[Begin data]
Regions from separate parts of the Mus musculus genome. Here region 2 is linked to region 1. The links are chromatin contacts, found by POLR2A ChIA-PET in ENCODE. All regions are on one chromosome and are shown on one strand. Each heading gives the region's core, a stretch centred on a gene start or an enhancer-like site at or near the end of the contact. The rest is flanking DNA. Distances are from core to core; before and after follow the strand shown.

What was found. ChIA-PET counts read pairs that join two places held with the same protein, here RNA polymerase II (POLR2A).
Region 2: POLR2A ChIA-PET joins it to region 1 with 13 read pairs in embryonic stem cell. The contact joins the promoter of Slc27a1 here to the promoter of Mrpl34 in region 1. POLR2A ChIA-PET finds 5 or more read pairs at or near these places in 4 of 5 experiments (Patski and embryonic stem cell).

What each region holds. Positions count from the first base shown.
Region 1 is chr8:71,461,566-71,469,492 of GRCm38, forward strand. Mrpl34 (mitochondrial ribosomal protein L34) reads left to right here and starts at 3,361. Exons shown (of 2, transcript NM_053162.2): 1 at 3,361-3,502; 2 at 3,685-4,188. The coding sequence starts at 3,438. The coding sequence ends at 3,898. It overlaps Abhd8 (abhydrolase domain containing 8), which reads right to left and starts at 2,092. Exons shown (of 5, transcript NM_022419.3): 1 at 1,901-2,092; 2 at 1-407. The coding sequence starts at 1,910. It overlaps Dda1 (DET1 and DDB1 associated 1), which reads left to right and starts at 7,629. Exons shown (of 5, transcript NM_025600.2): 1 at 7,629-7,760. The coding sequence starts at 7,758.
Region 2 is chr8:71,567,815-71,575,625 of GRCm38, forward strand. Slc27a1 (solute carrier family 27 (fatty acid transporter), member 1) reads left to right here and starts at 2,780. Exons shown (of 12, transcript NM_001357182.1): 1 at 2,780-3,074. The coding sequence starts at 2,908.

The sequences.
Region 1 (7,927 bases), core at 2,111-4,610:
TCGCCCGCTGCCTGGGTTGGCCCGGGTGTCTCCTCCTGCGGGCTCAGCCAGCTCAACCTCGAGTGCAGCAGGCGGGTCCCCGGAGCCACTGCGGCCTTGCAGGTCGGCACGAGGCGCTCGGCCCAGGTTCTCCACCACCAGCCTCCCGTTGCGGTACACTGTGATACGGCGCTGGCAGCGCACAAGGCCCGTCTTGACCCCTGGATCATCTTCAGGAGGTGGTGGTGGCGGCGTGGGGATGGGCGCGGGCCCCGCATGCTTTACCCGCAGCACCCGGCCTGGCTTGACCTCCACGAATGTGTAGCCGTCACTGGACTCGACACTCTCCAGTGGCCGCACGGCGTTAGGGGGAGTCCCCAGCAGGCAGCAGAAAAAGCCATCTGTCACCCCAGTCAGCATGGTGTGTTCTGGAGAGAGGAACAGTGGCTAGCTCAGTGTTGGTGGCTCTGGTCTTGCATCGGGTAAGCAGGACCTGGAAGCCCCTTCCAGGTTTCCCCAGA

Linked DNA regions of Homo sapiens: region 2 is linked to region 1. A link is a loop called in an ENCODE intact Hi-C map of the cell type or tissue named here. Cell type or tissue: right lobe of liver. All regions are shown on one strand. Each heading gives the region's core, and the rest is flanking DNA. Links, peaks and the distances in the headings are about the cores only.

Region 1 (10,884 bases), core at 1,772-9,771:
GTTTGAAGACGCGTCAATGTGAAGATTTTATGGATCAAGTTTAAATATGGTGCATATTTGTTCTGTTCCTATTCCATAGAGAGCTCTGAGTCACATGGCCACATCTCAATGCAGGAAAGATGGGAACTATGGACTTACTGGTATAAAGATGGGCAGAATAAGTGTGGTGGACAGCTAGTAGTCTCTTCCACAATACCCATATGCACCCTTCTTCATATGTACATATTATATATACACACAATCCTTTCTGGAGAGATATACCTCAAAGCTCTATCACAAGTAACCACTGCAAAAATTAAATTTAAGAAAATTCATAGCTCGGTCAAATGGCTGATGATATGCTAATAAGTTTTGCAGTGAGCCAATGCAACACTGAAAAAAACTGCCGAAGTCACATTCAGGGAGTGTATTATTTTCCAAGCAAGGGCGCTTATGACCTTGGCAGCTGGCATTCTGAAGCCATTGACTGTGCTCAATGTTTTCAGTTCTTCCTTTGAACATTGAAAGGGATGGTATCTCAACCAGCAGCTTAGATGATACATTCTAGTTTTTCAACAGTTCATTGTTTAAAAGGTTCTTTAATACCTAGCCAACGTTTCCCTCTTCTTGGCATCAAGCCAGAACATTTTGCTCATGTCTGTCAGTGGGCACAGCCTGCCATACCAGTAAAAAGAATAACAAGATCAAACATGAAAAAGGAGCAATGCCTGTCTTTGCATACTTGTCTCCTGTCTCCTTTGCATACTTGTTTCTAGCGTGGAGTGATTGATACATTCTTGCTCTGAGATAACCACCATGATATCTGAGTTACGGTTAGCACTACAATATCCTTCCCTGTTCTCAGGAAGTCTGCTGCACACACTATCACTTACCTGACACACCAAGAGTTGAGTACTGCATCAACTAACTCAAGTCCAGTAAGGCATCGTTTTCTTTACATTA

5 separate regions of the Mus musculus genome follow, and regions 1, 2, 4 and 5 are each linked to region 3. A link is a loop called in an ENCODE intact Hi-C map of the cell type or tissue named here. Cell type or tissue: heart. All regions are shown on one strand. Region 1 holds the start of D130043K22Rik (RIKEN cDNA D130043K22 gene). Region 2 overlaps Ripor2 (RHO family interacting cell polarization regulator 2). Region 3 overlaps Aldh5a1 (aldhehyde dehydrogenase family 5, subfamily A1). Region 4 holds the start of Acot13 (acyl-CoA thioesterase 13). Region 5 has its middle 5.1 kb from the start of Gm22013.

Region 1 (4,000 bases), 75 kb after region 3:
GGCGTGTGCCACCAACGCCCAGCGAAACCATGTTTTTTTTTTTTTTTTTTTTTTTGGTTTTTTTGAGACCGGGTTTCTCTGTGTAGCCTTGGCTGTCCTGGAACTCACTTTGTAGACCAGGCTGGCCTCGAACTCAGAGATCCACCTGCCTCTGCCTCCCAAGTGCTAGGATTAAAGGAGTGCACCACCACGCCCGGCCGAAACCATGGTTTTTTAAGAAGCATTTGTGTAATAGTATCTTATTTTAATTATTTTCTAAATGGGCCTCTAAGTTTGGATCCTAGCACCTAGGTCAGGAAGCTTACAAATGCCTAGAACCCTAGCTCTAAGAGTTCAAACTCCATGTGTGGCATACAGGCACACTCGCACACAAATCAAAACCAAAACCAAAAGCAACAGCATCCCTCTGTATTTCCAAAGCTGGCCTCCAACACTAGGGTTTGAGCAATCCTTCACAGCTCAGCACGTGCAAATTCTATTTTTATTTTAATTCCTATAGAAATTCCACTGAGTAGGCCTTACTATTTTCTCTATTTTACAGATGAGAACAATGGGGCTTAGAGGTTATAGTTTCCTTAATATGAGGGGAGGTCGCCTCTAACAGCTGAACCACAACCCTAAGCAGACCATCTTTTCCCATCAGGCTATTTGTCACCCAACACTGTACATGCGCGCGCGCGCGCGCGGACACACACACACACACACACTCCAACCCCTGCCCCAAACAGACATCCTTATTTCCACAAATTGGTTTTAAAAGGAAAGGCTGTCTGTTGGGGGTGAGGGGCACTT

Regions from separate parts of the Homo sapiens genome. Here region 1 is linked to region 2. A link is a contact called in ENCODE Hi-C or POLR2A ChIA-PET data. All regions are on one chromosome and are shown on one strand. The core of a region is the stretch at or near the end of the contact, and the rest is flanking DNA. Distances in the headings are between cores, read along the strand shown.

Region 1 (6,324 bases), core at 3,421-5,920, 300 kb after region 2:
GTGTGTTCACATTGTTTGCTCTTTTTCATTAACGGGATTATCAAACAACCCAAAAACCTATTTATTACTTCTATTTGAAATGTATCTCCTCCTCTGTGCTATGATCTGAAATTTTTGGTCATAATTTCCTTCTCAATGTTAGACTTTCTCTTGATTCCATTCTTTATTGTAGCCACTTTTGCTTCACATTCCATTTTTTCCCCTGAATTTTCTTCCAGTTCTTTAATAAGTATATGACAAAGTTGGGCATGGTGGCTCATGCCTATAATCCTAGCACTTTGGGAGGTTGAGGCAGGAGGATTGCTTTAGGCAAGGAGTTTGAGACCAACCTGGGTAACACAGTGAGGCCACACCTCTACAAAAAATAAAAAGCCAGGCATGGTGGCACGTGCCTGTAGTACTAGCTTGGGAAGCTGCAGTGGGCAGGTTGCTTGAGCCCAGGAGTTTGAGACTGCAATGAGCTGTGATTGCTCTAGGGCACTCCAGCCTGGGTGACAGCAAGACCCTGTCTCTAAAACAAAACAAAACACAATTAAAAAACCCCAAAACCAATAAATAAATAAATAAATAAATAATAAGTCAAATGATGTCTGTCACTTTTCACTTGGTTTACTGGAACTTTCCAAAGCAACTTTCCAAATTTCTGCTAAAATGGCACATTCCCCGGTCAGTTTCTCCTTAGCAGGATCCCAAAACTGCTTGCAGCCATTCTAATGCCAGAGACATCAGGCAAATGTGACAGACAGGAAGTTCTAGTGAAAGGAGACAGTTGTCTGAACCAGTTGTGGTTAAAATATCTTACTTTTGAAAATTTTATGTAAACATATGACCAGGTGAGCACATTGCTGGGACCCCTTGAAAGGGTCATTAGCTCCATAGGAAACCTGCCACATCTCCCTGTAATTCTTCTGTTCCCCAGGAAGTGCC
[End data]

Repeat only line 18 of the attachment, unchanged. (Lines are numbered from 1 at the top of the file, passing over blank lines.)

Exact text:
GTGTGTTCACATTGTTTGCTCTTTTTCATTAACGGGATTATCAAACAACCCAAAAACCTATTTATTACTTCTATTTGAAATGTATCTCCTCCTCTGTGCTATGATCTGAAATTTTTGGTCATAATTTCCTTCTCAATGTTAGACTTTCTCTTGATTCCATTCTTTATTGTAGCCACTTTTGCTTCACATTCCATTTTTTCCCCTGAATTTTCTTCCAGTTCTTTAATAAGTATATGACAAAGTTGGGCATGGTGGCTCATGCCTATAATCCTAGCACTTTGGGAGGTTGAGGCAGGAGGATTGCTTTAGGCAAGGAGTTTGAGACCAACCTGGGTAACACAGTGAGGCCACACCTCTACAAAAAATAAAAAGCCAGGCATGGTGGCACGTGCCTGTAGTACTAGCTTGGGAAGCTGCAGTGGGCAGGTTGCTTGAGCCCAGGAGTTTGAGACTGCAATGAGCTGTGATTGCTCTAGGGCACTCCAGCCTGGGTGACAGCAAGACCCTGTCTCTAAAACAAAACAAAACACAATTAAAAAACCCCAAAACCAATAAATAAATAAATAAATAAATAATAAGTCAAATGATGTCTGTCACTTTTCACTTGGTTTACTGGAACTTTCCAAAGCAACTTTCCAAATTTCTGCTAAAATGGCACATTCCCCGGTCAGTTTCTCCTTAGCAGGATCCCAAAACTGCTTGCAGCCATTCTAATGCCAGAGACATCAGGCAAATGTGACAGACAGGAAGTTCTAGTGAAAGGAGACAGTTGTCTGAACCAGTTGTGGTTAAAATATCTTACTTTTGAAAATTTTATGTAAACATATGACCAGGTGAGCACATTGCTGGGACCCCTTGAAAGGGTCATTAGCTCCATAGGAAACCTGCCACATCTCCCTGTAATTCTTCTGTTCCCCAGGAAGTGCC